An evaluation of the ASR-9 weather channel based on observations from the ITWS prototypes
September 23, 1999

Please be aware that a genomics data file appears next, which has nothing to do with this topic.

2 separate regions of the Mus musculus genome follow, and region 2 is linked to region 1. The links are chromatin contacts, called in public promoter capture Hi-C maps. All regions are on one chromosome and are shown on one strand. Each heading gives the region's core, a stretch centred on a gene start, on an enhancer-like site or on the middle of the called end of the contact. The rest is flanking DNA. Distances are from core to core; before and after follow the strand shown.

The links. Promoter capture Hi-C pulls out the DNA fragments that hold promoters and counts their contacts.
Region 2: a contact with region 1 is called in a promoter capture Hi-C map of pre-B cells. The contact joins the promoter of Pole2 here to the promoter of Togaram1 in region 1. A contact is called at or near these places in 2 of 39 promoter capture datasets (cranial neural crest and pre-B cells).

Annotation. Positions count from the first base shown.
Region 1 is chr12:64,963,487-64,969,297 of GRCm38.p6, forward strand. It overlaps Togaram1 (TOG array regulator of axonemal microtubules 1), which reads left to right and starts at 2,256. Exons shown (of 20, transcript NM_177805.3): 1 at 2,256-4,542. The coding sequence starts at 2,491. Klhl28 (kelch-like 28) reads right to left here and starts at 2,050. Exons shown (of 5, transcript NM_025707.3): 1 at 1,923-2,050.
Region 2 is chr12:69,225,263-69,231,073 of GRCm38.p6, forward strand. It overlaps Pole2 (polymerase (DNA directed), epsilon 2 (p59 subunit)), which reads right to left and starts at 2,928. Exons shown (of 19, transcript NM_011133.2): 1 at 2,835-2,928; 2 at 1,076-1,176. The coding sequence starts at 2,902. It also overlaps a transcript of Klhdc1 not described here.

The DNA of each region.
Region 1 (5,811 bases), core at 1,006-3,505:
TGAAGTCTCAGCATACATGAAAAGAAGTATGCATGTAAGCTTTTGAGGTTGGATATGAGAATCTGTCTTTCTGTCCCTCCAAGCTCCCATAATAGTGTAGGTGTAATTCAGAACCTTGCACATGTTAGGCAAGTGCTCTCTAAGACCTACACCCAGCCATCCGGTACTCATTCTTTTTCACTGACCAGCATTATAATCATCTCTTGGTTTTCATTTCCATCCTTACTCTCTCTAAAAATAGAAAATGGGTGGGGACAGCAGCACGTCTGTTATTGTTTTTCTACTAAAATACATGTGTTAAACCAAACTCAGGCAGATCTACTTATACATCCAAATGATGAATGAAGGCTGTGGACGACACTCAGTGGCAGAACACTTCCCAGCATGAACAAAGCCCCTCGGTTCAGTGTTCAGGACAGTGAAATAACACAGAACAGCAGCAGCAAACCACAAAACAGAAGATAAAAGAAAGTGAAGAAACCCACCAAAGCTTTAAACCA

The Federal Aviation Administration's (FAA) Airport Surveillance Radar (ASR-9) is a high-scan-rate system which provides a "critical" function in terms of air traffic control (ATC). In addition to its primary role of air traffic surveillance, the system also generates precipitation data for display on air traffic specialists' radar scopes and for use by automated systems such as the Integrated Terminal Weather System (ITWS) and Weather Systems Processor (WSP). Air traffic managers use these data to provide optimum routes for aircraft operating in and near the Terminal Radar Approach Control (TRACON) airspace. The primary advantage of the ASR-9 - as an aviation weather radar - over either the Terminal Doppler Weather Radar (TDWR) or the Next Generation Weather Radar (NEXRAD) is the rapid update rate, i.e., 30 seconds, which provides air traffic managers with a more accurate representation of weather echo location within the sensor's domain. This is far superior toeither the TDWR or NEXRAD, which takes from 2.5 to 6 minutes to create a volume scan, depending on the scan strategy. The sensor is also quite reliable, with limited down time. An analysis of ASR-9 data from the ITWS prototypes has uncovered a number of problems, which impact the quality of the precipitation data. The data quality issues discussed are overly aggressive ground clutter suppression, polarization mode issues, hardware failures associated with high beandlow beam switching, attenuatiodsignal depolarization, beam-filling losses, bright- band contamination, distant weather contamination, calibration issues, and radadantenna failures. The recommendations to address the ASR-9 data quality issues can be grouped into three categories: "Variable Site Parameter (VSP)" adjustments, hardware component maintenance checks, and automated flagging of data quality problems. The report includes discussion of the frequency and characteristics of each degradation, presenting both hardware and non- hardware related problems, and concludes with proposed solutions to the problems and recommendations designed to improve the overall utility of the ASR-9 precipitation data.